Saturday, January 02, 2010

No disrespect

Karl Marx, Capital:

The [Factory] Act of 1844 certainly "robbed" the silk manufacturers of the "liberty" of employing children under 11 for longer than 6.5 hours each day. But as against this, it secured them the privilege of working children between 11 and 13 for 10 hours a day, and annulling in their case the education which had been made compulsory for all other factory children. This time the pretext was "the delicate texture of the fabric in which they were employed, requiring a lightness of touch, only to be acquired by their early introduction to these factories." The children were quite simply slaughtered for the sake of their delicate fingers, just as horned cattle are slaughtered in southern Russia for their hides and fat.

Do you think the silk manufacturers harbored special ill-will toward children? Of course not! Doubtless many had children of their own, and loved them profoundly. More likely, manufacturers only did what their industry required, in order that they could each captain a successful, productive enterprise. The fact that this destroyed children was just part of doing one's job as well as one possibly could; surely we can appreciate the "virtue" of that!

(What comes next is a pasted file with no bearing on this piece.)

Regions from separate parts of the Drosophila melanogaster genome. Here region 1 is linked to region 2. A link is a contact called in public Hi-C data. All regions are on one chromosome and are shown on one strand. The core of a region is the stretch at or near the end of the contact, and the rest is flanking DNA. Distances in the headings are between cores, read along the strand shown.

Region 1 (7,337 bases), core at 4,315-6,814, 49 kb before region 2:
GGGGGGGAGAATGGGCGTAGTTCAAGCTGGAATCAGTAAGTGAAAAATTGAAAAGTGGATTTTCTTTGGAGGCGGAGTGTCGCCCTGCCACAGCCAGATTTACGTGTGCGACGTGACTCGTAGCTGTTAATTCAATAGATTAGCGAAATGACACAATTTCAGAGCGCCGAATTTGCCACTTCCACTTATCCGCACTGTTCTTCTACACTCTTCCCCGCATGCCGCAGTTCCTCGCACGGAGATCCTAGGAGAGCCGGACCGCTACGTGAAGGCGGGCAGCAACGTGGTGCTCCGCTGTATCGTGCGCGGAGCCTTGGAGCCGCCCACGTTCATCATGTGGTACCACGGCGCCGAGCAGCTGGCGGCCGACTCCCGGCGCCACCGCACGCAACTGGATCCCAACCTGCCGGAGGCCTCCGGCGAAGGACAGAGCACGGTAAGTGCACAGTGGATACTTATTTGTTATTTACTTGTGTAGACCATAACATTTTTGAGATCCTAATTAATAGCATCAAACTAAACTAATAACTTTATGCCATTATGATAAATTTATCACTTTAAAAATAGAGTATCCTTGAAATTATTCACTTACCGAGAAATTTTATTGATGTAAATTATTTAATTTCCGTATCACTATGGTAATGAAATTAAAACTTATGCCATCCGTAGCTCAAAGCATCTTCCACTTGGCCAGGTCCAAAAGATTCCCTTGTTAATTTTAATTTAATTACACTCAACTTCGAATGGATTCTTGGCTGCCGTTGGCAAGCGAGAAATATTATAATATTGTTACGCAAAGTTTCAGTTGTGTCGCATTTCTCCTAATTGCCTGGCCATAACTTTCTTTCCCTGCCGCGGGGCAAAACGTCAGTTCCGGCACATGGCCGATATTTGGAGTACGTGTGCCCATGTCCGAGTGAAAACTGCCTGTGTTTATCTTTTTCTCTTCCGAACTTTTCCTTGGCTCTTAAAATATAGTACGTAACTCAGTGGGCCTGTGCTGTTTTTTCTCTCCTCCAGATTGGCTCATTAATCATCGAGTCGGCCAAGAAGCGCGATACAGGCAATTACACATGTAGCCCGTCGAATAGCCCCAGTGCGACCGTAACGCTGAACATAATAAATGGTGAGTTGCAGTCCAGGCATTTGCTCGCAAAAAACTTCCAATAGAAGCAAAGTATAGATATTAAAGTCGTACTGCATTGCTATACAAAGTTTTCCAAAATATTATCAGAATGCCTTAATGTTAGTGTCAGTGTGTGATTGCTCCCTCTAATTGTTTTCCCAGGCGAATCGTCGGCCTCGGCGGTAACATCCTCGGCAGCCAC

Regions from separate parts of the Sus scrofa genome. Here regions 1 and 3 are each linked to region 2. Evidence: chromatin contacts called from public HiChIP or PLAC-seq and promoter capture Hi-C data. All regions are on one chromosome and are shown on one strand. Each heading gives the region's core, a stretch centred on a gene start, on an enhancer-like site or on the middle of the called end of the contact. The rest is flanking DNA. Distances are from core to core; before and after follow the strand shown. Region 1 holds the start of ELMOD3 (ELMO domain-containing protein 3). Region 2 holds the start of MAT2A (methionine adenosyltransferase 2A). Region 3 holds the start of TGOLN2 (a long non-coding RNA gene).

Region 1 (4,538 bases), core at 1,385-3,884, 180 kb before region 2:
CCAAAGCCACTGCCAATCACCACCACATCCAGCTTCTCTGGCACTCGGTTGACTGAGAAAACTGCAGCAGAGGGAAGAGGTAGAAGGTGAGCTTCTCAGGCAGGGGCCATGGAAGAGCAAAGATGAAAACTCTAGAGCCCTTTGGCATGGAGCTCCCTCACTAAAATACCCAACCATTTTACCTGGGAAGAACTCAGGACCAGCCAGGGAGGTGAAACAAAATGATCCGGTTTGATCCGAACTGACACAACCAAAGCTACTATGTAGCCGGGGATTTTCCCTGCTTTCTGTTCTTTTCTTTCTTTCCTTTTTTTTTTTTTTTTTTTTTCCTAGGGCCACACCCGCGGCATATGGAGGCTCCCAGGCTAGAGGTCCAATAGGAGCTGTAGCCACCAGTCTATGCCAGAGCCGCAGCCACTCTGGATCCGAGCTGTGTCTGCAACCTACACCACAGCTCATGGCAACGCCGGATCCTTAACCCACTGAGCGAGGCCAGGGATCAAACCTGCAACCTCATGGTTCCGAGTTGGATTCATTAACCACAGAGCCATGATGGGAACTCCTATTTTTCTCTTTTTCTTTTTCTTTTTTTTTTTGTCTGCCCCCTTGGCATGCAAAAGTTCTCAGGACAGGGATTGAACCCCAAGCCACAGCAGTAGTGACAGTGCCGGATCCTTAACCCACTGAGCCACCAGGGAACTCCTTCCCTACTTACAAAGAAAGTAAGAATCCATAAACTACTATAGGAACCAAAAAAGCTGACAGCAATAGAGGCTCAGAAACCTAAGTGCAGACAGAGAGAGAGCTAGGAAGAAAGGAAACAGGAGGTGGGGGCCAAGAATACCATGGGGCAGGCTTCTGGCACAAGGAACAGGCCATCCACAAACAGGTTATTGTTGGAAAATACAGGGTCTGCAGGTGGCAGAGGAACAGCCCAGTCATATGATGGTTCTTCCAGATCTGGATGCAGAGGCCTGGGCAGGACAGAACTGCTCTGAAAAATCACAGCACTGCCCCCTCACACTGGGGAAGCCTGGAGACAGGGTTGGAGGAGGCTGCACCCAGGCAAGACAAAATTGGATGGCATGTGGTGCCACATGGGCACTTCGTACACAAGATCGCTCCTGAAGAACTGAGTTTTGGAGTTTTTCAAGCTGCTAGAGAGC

What other industries contribute negatively to human health and liberty without overtly intending to do so, but merely as a function of the "productive" process? An illustration: one my employers lays off personnel when products assembled in one part of the world are not shipped long distances by jet aircraft for consumption on the other side of planet. Bad for people who depend on employment, good for the environment. When "the economy" booms, it's just the reverse.

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